Meeting Communiqué Indigenous Advisory Council: 22-23 August 2018

Meeting Communiqué Indigenous Advisory Council: 22-23 August 2018

Indigenous Affairs Indigenous Advisory Council
Wednesday, 26 September 2018

Prime Minister's Indigenous Advisory Council

Members of the Prime Minister’s Indigenous Advisory Council met in Canberra on 22-23 August 2018 and welcomed the opportunity to meet with the Minister for Indigenous Affairs to discuss a number of priority matters and considerations for Government.

The Council considered a range of matters over the two days, including the following:

The Council reflected on the Yothu Yindi Foundation’s Garma Festival held earlier this month and its theme of Yuwalk Lakaranga – truth telling. The Council noted that Government sent the first whole of government delegation (representing 14 Commonwealth departments and statutory authorities) to Garma. This provided a unique opportunity to discuss policy and implementation issues with a range of stakeholders and with each other. The Council reflected that Garma highlighted the need for self-determination for Aboriginal and Torres Strait Islander Australians at the local, regional and national levels.

The Council noted the recent opening of the Western Sydney Business and Employment Hub. Council agreed the importance of employment and business development as an effective pathway to self-determination. The Council views the establishment of additional hubs in regional areas as important to assisting Aboriginal and Torres Strait Islander Australians gain meaningful and sustainable employment and providing opportunities for business development.  

Council discussed Constitutional recognition and the interim report of the Joint Select Committee on Constitutional Recognition relating to Aboriginal and Torres Strait Islander Australians. The discussion included a focus on recognising Aboriginal and Torres Strait Islander Australians in the Constitution and treaty. The Council developed a deeper understanding of Makaratta as both a concept and an institution in the Yolngu culture. The Council agreed that a Makaratta provides the opportunity to create a pathway towards true reconciliation and cultural and economic prosperity for Aboriginal and Torres Strait Islander Australians.

Professor Ngiare Brown provided the Council with an update on her recent trip to Tennant Creek with the Minister for Indigenous Affairs, Senator the Hon Nigel Scullion, and the then Minister for Social Services, the Hon Dan Teehan MP. The Council recognised the need for a flexible and holistic approach to supporting vulnerable communities, the importance of a continuum of coordinated care that delivers early intervention and prevention services to families, as well as addressing critical issues as they arise. For these services to be effective they must embed child centric policies and practice in the heart of any approach. The lack of coordination of service delivery and the current restrictions on information sharing between services was identified as a common barrier to providing effective support to families in need.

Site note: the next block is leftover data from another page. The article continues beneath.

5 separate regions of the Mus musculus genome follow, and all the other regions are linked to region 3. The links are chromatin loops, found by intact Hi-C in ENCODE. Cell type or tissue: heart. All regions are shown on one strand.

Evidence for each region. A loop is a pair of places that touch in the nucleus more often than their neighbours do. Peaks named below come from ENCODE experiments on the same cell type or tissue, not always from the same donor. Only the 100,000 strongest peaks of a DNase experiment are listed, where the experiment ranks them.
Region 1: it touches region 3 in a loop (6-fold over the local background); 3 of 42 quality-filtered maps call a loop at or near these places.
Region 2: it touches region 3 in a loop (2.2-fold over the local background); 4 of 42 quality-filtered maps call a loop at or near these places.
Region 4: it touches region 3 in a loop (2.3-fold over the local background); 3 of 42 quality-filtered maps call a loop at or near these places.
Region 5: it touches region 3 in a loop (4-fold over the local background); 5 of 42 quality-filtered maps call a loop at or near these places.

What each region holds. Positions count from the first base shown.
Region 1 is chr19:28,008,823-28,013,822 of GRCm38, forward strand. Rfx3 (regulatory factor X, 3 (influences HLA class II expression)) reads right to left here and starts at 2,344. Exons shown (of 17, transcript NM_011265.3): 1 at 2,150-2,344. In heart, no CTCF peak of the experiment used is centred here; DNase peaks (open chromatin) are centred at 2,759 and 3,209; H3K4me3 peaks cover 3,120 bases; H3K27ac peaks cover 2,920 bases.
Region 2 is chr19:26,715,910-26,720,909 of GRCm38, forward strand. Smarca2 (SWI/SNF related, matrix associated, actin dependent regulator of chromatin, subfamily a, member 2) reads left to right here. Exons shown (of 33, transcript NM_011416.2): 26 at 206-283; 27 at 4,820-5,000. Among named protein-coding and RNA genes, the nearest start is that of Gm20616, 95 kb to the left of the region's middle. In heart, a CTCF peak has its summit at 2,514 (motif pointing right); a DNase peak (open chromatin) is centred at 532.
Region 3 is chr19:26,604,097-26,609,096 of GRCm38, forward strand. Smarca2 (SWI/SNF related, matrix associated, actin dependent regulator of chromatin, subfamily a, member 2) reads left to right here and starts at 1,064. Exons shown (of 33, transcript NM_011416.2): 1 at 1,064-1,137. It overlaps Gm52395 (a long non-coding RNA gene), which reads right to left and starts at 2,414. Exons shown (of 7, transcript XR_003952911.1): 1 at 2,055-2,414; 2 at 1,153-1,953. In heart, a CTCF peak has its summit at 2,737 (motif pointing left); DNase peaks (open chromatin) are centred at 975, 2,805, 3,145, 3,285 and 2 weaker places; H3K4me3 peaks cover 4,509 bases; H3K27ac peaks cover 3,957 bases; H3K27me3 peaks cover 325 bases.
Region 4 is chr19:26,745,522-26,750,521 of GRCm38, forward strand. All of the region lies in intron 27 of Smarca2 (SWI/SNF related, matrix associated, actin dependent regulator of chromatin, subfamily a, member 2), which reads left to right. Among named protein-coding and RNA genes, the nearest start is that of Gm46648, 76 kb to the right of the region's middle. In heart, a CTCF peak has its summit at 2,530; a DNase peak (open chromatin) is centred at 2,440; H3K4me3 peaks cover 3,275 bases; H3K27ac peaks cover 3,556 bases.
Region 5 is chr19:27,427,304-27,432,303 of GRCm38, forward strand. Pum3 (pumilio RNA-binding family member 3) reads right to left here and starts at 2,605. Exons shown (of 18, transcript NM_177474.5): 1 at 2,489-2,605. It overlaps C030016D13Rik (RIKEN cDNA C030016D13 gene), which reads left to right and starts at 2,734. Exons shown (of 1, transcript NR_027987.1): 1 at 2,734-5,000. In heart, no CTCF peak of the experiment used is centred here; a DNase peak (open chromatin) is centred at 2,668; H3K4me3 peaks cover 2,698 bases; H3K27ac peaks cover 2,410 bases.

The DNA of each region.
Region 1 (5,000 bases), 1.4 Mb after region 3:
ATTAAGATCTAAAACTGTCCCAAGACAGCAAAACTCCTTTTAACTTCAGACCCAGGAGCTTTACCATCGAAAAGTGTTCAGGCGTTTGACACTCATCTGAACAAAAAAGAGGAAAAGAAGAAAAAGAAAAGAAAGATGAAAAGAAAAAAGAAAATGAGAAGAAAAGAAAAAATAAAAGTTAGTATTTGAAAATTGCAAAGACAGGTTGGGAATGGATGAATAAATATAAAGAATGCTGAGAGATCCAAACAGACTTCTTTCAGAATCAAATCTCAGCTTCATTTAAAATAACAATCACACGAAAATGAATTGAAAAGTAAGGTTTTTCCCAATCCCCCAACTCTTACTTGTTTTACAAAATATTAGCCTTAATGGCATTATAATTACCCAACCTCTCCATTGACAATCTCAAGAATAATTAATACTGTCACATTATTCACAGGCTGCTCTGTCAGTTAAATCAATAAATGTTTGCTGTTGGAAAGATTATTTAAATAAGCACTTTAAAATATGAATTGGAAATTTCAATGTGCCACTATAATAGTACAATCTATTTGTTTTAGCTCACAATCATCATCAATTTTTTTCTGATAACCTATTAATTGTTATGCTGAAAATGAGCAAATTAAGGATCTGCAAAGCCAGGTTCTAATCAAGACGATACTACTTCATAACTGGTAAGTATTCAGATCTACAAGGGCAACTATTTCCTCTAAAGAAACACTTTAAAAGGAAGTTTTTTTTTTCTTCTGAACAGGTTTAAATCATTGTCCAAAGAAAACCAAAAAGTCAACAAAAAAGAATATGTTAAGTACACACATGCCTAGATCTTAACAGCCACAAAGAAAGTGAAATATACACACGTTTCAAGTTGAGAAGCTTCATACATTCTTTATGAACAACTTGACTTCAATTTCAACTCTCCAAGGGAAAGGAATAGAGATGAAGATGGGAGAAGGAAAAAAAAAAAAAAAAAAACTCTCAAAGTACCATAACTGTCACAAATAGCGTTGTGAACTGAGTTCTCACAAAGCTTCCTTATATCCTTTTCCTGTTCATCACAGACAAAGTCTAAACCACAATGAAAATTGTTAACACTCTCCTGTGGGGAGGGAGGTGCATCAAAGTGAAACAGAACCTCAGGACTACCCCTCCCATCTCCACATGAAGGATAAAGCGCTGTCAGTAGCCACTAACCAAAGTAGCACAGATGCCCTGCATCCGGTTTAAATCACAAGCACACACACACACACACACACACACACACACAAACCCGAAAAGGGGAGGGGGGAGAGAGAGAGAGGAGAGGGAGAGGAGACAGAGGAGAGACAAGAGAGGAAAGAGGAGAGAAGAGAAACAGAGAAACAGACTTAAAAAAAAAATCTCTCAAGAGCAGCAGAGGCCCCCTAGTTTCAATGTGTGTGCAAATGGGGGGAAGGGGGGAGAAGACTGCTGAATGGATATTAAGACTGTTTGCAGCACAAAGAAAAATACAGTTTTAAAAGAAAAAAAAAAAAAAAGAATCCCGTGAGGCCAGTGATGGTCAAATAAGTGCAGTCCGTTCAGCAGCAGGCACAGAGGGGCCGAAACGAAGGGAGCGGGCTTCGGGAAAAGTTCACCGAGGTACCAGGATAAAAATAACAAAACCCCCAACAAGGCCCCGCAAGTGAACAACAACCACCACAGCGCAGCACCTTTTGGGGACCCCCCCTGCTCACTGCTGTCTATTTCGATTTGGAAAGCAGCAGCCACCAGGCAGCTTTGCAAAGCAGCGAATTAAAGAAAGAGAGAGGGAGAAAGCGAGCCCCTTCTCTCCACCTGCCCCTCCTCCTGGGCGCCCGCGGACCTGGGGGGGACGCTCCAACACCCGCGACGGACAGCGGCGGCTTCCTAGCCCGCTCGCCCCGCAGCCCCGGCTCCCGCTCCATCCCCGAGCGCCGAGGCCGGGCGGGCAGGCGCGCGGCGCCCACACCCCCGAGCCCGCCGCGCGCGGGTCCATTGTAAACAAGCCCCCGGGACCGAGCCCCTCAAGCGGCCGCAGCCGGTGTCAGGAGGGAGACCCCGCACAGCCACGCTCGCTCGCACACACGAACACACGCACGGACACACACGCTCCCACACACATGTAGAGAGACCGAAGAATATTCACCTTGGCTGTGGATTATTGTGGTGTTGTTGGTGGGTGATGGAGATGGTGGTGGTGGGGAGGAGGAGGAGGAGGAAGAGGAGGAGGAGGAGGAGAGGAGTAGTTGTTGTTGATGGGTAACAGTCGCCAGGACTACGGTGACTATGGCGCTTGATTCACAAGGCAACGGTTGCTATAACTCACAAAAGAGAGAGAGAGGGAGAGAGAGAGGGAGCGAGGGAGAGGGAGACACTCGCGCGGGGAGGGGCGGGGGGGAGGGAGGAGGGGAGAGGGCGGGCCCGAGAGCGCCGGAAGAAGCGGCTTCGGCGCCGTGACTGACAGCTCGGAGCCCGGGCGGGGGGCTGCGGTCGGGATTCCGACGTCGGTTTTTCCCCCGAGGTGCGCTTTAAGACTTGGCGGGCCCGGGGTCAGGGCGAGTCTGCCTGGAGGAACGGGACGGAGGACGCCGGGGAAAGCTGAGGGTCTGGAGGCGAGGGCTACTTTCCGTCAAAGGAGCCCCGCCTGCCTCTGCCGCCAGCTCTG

In the Council’s discussion of the National Disability Insurance Scheme (NDIS) and the National Disability Insurance Agency it was agreed that more work is required to ensure the needs of Aboriginal and Torres Strait Islander Australians with a disability are recognised under the NDIS, especially in remote communities. The Council agreed to invite key representatives from government and non-government organisations to attend the next Council meeting to discuss these issues and work together to co-design a workshop to facilitate the development of considered advice to Government on the roll out of the NDIS.

Professor Ngiare Brown led a discussion on the long-term effects of childhood trauma on emotional and physical health. This focused on the importance of developing a National Aboriginal and Torres Strait Islander Early Childhood Strategy for early childhood development and education. The Council agreed this process should include identifying existing policies across the states and territories and examining ways in which these can be harmonised.

The Council discussed the Women’s Economic Security Statement and the consultations that the Commonwealth led to inform the Statement. Council noted that women have lower workforce participation than men and that the Statement aims to improve economic security for women in Australia. The Council resolved that there is a pressing need for addressing the issues affecting lower participation rates by Aboriginal and Torres Strait Islander women. This included recognition that services for individuals and families currently do not reflect the roles of men and women in Indigenous culture and that the proposed Package includes little support for young men and fathers.

The Department of Jobs and Small Business met with the Council to discuss the current Employment Services Reform process. The discussion focused on ensuring that Aboriginal and Torres Strait Islander jobseekers, and particularly young people, do not fall through any cracks in the employment services system and are supported to gain meaningful employment. The Council agreed to the Department’s request for further advice and this will be included in the Council’s out-of-session work.

In the final session, the Department of the Prime Minister and Cabinet provided Council an update in the Closing the Gap Refresh. Council agreed that it is important that the process is finalised soon, includes meaningful targets and the importance of State-based targets. Council noted the need to address intergenerational trauma and strengthening culture in any new approach to creating a partnership with Aboriginal and Torres Strait Islander Australians.